26. Harold Lloyd — OK. This is the one I want to talk about some. Lloyd barely moves the needle. To make this list, the post has to top over 250 readers. Lloyd barely squeaked in, making him 1/40 as popular as Chaplin here. The phenomenon is interesting to me because comedy buffs put Chaplin, Keaton and Lloyd in a “Big Three”, and in the 1920s, Lloyd was generally the top comedian in the country in terms of popularity. There are many factors involved, of course, including what else is out there on the internet. But what I keep coming back to is that there is also plenty else out there on Chaplin, and he’s doing best here by a huge margin. And I give all the posts the same amount of promotion. I have to conclude that Lloyd’s Q Factor amongst the general public is quite low, much lower that we who live in the “old movie cul de sac” are aware of. It’s something we should try to address, I think. Luckily, two years from now, we’ll start having lots of Lloyd centennials beginning with the introduction of his “glasses” character – – a perfect opportunity.

Other surprises: Some of the others (people I consider pretty important) who didn’t even chart include: Harry Langdon, Larry Semon, Mack Sennett, Hal Roach, Mabel Normand, and Charley Chase. And of course I’ve written about several hundred comedians here — but most are too obscure nowadays to garner more than a couple of hundred page views.

Final Note: Goldie Hawn, Arte Johnson (!), and Chevy Chase all ranked pretty high on the list, but their status is adulterated by other factors. The title to the Goldie Hawn post contains the phrase “go-go dancer” (apt to attract people looking for something else); and likewise the Arte Johnson post uses the phrase “Dirty Old Man”. And Chevy Chase is of course the name of a neighborhood in Maryland, which may skew the figures in terms of Google hits.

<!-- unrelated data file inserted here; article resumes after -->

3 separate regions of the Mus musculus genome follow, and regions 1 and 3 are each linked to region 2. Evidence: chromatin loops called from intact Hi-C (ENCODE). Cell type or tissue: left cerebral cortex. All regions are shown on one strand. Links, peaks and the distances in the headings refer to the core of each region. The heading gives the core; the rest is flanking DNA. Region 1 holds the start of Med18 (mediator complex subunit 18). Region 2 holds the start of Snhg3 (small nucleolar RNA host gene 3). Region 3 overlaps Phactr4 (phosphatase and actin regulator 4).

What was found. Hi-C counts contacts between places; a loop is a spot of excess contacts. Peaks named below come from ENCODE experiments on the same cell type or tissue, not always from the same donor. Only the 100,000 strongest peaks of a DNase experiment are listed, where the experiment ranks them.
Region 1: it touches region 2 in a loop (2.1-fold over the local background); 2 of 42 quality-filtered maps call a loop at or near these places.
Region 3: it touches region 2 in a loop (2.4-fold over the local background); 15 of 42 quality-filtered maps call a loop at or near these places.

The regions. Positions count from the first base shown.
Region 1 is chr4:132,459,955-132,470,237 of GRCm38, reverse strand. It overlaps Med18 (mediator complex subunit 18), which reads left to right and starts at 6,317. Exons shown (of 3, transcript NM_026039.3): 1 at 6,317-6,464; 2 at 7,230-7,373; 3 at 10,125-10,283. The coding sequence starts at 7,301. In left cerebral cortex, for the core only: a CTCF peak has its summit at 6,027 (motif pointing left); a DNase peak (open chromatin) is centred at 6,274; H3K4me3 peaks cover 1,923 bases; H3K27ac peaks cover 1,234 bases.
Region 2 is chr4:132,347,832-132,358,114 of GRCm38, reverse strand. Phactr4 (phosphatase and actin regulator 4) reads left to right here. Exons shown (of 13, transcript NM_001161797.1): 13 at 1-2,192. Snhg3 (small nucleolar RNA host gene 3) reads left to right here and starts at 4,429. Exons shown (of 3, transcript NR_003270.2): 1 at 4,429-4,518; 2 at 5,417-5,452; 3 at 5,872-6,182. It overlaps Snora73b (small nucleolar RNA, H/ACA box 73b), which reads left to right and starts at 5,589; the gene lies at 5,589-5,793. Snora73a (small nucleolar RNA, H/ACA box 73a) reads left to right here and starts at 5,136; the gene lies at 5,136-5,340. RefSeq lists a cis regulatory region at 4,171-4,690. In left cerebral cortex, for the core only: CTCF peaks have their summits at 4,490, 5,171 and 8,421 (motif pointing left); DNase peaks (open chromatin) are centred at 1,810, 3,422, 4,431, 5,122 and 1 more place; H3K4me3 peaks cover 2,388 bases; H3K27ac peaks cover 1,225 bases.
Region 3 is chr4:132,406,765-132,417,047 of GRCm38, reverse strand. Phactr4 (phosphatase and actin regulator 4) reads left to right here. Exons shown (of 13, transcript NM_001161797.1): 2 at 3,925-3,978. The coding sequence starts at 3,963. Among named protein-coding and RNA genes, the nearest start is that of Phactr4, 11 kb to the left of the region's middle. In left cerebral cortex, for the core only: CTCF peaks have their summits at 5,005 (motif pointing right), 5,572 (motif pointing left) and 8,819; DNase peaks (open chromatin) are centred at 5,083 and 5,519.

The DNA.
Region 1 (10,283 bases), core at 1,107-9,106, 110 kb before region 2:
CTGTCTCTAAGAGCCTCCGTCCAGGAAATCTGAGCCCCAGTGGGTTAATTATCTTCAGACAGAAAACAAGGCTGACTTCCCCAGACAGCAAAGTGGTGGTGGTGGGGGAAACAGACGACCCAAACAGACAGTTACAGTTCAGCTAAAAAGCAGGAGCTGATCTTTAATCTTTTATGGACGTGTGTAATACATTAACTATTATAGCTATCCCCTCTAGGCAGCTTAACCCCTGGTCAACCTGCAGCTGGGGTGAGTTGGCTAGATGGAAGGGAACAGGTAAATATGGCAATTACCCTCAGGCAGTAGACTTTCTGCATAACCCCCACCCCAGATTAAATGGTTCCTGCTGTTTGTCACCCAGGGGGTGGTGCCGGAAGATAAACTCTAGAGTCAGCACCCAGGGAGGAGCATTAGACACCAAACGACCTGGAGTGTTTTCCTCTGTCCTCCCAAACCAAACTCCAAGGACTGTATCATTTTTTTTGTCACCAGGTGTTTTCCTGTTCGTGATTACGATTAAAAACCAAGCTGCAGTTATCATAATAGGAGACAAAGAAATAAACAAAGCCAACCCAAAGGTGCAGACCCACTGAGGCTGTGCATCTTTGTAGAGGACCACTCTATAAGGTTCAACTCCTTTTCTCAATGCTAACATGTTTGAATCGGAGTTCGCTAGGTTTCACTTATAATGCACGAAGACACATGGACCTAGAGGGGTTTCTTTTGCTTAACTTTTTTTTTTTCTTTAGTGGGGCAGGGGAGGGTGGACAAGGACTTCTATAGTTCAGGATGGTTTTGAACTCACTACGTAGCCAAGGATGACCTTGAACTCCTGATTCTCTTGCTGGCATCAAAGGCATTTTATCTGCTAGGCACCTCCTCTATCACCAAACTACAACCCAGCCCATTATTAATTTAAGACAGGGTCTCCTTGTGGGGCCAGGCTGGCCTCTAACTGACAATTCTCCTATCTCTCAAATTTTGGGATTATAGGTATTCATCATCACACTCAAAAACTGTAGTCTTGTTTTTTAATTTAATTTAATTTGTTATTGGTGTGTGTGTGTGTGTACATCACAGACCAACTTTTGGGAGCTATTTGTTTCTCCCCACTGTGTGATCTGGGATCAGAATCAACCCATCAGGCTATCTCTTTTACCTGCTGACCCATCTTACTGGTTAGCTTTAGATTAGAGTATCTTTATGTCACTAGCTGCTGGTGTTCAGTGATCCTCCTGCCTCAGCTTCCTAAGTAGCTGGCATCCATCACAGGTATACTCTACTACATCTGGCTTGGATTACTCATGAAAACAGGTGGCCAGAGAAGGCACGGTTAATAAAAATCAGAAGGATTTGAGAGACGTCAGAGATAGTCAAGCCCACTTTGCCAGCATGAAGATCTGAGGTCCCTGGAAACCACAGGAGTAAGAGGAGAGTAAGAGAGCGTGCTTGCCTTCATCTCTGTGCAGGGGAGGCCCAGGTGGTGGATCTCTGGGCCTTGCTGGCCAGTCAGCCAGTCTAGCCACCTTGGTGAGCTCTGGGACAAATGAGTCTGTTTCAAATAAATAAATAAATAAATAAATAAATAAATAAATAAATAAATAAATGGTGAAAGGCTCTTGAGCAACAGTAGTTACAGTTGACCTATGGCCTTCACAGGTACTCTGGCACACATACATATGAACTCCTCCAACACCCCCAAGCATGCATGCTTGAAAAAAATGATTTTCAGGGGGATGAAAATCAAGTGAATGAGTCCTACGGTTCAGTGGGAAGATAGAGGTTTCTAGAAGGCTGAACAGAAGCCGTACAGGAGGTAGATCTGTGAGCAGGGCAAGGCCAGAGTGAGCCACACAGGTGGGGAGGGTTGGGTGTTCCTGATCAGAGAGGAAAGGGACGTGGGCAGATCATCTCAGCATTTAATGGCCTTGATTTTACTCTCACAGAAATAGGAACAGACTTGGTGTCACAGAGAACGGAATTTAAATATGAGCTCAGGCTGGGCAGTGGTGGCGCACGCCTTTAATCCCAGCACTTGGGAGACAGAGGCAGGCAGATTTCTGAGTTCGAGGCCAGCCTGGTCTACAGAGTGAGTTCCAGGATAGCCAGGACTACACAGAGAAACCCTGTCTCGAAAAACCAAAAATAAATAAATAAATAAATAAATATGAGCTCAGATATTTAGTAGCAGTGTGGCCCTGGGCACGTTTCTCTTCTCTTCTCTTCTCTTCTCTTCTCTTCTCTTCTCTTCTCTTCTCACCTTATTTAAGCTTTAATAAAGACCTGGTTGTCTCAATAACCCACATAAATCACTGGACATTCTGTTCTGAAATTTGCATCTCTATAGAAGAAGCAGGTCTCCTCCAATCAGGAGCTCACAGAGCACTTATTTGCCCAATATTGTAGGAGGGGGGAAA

1. I know this post is a few years old, but I’m pleasantly surprised to see Burns and Allen as high as #6! They’ve been one of my favorite acts since I got into classic comedy.


  2. Of course this is a TRAVALANCHE poll,isn’t it? That would explain the numbers.You say “only educated people” know Keaton.I would say”who knows Travalanche? Your self importance is mind boggling,along with your mindless assumptions.


    • 1. Sir, if you know who Buster Keaton is, you ARE, by definition, educated. Bravo for championing him. You will see my personal ranking here in a couple of days and in that list Keaton comes second only to Chaplin.
      2. This isn’t a poll. It’s a count of page views. It is a tally of who reads what. I have no interest in changing the results, or any reason to. As I’ve just said, Keaton is my personal #2 among silent film comedians.
      3. I’m not sure what prompts the ad hominem attack, but I’m sure you’re really a very nice person despite the angry outburst.
      4. How about those Yankees?


  3. I mean, HOW did they rank beneath Joe Cook and Eddie Cantor?! Nobody knows those guys these days. Do you think Cantor’s ranking had anything to do with his portrayal on Boardwalk Empire?


  4. I’m surprised Abbott and Costello didn’t rank higher. The others, Keaton and Lloyd, who ranked surprisingly low, are, as you say, more important to comedy and film buffs, but less known by the general public. Abbott and Costello would be, I would think, about as well known as the Marx Bros. I was also a little surprised by Bergen, Jerry Lewis and Red Skelton. I would have thought they’d rank a little higher as well. I guess I’ve been reading, watching and thinking about this stuff so long I am out of touch with what most people are actually aware of.


    • It’s hard to gauge — so many factors. I’m also a little surprised about A & C, for the same reason you cite. My main posts about them do have a negative tone, however, which I imagine hurt the “pass-along” rate among Abbott and Costello fans. I’ll be posting more about them in future…maybe it’ll go up. (oh yeah and you’d be SHOCKED to learn who’s been forgotten…whom young people have never HEARD of, including almost everyone on the list. When I talk to college kids or younger (and even older). Mae West? never heard of her!